Neglect and learning disabilities


As a tutor, I deal with lots of children with learning disabilities, some more severe than others. After looking at the background of some of these kids, it’s clear that there’s a certain causality to these developmental delays.

Let’s look at a generic example. He was adopted from an orphanage  at the age of 2 from a country not exactly known for its world-class orphanages. He’s currently 15 years old, likes sports, and is bit of a slapstick comedian (a lot of falling over and the like). He probably has the intellectual level of an average seven year old and his social, emotional and physical development is nowhere near where it should be. He has many symptoms which might suggest autism spectrum disorder (that’s the way this armchair psychiatrist sees it, anyway).

This child is in Grade 9, can’t spell the word “told” or write a coherent sentence. Yet he is expected to understand and apply such concepts as linear equations, atomic numbers and Shakespearean literature before the year is complete.

I am at a complete loss as to how to deal with something like this. My “specialty” is math and physics. I am used to helping students understand and apply linear equations and atomic numbers. I am unfortunately not prepared to help a 15 year old write a paragraph. In fact, I tried to do this. It took approximately 30 minutes to coax three sentences out of him. It is extremely frustrating to see someone like this who (in my opinion) is not getting the appropriate level of attention.

I am interested in how to combat a disability such as this, but the easiest way to do so is prevention. So why do severe disabilities like this happen, and what can be done to minimize their effects?

Enter the “Still Face experiment“.

The video is narrated by researcher Edward Tronick, and demonstrates what can happen when an infant is (emotionally) neglected for short periods of time. In the video, we see the stark contrast in behavior when a mother is engaged with her infant, and when she does not present any facial cues to her child. When the infant does not receive any feedback from her mother, she becomes distressed very quickly. As Dr. Tronick says at the end of the video:” The good is that normal stuff that goes on, the stuff we do for our kid….The ugly is when you don’t give the child any chance to get back to the good, there’s no reparation, and they’re stuck in that really ugly situation.”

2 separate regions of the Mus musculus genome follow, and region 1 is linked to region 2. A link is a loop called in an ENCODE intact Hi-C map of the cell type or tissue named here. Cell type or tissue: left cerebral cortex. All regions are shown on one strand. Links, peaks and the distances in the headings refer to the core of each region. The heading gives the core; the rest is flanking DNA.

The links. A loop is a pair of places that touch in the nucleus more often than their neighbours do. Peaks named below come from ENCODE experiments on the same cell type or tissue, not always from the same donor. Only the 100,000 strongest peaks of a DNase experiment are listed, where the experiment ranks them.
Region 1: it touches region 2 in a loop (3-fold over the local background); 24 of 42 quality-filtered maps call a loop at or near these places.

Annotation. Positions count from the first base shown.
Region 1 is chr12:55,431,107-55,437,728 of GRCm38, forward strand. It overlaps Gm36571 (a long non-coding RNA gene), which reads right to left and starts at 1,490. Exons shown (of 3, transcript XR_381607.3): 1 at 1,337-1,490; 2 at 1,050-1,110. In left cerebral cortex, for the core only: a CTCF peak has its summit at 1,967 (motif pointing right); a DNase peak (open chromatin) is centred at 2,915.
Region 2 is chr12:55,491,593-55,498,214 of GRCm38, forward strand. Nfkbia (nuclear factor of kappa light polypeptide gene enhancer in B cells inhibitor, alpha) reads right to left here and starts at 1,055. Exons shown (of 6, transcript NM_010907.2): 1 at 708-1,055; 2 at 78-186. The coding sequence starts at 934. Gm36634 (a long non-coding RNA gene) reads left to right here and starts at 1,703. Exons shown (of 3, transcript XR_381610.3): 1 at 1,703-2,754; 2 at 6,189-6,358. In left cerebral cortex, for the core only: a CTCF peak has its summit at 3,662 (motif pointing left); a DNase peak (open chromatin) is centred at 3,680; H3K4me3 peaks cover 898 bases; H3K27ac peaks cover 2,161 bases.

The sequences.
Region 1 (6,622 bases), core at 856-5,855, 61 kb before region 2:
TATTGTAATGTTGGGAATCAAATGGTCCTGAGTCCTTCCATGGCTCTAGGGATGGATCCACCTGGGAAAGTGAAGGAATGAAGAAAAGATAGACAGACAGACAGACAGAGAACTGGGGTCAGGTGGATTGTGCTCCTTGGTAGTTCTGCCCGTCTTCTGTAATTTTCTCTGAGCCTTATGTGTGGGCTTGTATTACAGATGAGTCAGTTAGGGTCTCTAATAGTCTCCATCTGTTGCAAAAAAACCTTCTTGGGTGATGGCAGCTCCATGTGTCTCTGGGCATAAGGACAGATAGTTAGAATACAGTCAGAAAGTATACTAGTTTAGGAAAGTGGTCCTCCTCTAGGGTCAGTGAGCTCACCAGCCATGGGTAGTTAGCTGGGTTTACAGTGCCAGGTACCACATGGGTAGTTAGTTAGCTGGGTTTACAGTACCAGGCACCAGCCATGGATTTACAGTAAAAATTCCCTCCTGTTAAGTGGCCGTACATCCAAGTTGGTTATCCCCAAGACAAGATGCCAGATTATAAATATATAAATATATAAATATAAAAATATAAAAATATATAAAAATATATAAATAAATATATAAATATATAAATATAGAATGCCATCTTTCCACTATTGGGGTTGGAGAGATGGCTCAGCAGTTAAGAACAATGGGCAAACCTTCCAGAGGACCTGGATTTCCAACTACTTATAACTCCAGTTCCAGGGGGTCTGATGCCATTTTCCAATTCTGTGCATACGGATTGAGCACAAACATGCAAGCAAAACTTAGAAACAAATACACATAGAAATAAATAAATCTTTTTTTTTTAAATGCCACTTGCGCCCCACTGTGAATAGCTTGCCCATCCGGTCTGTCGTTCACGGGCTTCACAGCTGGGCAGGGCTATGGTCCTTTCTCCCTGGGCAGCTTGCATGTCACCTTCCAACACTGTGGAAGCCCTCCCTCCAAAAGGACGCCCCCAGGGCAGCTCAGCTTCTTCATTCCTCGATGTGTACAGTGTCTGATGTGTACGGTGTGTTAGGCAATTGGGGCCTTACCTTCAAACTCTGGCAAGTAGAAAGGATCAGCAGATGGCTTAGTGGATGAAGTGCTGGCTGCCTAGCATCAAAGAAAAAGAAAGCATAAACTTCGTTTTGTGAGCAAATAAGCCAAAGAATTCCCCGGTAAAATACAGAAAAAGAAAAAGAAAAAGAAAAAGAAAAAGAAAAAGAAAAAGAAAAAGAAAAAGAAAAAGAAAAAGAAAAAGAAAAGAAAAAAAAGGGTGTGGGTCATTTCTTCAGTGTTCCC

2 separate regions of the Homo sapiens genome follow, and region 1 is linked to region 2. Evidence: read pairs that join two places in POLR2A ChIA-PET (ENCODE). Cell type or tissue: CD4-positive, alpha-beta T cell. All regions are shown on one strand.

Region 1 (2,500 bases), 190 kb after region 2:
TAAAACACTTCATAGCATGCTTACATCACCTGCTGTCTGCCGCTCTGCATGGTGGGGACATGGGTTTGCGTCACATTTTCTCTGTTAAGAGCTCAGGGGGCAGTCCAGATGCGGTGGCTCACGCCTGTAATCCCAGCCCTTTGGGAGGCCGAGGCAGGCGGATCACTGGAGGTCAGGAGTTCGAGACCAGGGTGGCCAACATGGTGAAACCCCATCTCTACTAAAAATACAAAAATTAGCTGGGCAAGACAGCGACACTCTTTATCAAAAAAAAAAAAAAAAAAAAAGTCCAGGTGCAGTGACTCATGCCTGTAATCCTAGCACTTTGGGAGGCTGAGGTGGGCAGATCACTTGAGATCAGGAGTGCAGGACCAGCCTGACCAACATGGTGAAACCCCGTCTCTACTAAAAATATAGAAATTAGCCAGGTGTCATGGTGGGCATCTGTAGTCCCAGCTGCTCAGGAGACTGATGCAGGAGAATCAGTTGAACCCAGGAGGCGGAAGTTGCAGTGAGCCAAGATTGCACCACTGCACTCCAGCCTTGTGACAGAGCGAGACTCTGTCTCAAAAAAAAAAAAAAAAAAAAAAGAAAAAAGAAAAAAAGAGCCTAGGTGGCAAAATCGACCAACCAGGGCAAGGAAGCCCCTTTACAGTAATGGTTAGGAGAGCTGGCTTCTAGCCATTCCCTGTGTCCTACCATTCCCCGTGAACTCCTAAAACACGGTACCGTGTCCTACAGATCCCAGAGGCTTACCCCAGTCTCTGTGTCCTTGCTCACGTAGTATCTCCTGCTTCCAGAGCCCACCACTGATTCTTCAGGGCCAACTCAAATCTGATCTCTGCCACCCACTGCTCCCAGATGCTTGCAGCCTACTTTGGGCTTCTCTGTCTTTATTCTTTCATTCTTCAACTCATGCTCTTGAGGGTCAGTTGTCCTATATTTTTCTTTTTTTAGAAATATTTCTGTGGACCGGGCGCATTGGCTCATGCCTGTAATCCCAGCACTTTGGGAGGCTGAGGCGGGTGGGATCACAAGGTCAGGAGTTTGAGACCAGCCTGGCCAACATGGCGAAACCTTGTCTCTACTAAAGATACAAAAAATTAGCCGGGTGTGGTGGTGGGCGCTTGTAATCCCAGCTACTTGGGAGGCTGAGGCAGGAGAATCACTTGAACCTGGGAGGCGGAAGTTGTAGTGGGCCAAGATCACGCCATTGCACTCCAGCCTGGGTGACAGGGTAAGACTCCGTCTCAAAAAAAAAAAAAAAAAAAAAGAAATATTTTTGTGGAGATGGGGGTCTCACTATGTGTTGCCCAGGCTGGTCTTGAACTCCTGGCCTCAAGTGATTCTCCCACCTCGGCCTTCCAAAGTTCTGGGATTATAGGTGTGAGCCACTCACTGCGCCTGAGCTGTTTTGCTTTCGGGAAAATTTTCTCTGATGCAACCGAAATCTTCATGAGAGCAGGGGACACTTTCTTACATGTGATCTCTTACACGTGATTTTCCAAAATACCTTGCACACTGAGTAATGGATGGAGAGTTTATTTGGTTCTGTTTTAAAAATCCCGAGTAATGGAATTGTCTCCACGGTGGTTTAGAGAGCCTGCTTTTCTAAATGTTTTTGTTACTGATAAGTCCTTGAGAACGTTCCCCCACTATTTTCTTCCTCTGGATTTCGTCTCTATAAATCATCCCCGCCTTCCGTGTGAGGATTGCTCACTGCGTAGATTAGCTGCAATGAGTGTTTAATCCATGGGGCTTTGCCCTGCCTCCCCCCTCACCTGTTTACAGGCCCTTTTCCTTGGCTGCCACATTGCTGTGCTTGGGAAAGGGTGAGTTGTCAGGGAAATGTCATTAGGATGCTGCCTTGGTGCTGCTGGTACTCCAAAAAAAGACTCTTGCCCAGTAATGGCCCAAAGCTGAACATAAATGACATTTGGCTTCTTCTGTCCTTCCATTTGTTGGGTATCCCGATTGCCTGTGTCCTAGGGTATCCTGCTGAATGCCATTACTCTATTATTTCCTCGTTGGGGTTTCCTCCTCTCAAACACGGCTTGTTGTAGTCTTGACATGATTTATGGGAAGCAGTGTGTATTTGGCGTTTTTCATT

In 1957, psychologist Harry Harlow began a series of experiments with the aim of studying how isolation affects the  development of baby rhesus monkeys. In these experiments, Dr. Harlow isolated the infant monkeys to varying degrees. Jonah Lehrer summarizes the effect on the monkeys in his book “How We Decide“: ” …the babies suffered from a tragic list of side effects. The brain was permanently damaged so that the monkeys…didn’t know how to deal with others, sympathize with strangers or behave in a socially acceptable manner”. In Harlow’s words, “It’s as if the animals were programmed to seek out love”. As Lehrer points out, when the isolated monkeys grew up and had children of their own, they “perpetuated the devastating cycle of cruelty. When their babies tried to cuddle, they would push them away. The confused infants would try again and again, but to no avail”.

Unfortunately, this perpetual cycle  is seen all too often in humans, and this neglect affects not only social and emotional development (as evidenced by the development of children in Romanian orphanages in the 1970s, as discussed in Lehrer’s book), but intellectual development as well. A 2001 study in the journal Pediatrics found that children who were referred to child protection services at some point in their first four years had delayed cognitive development and smaller head sizes compared to other children. In addition, parental risk factors (such as marital status, maternal age and education) were far more likely predictors of neglect than biological risk factors such as birth weight.

I guess I can rack this information up as future parenting advice, and it does tell me why certain children I deal with are as delayed as they are, but it doesn’t tell me how to deal with them. How do you educate a kid like the one I described at the beginning of the post? Moreover, how do you stop it from happening in the first place? Unfortunately, it is hard to break the cycle of neglect. By the time children are old enough to go to school, their development has been severely delayed, and it becomes difficult to make up for the neglect of the past. Unfortunately, I am not familiar with the different approaches to special education. I suppose I have some reading to do…


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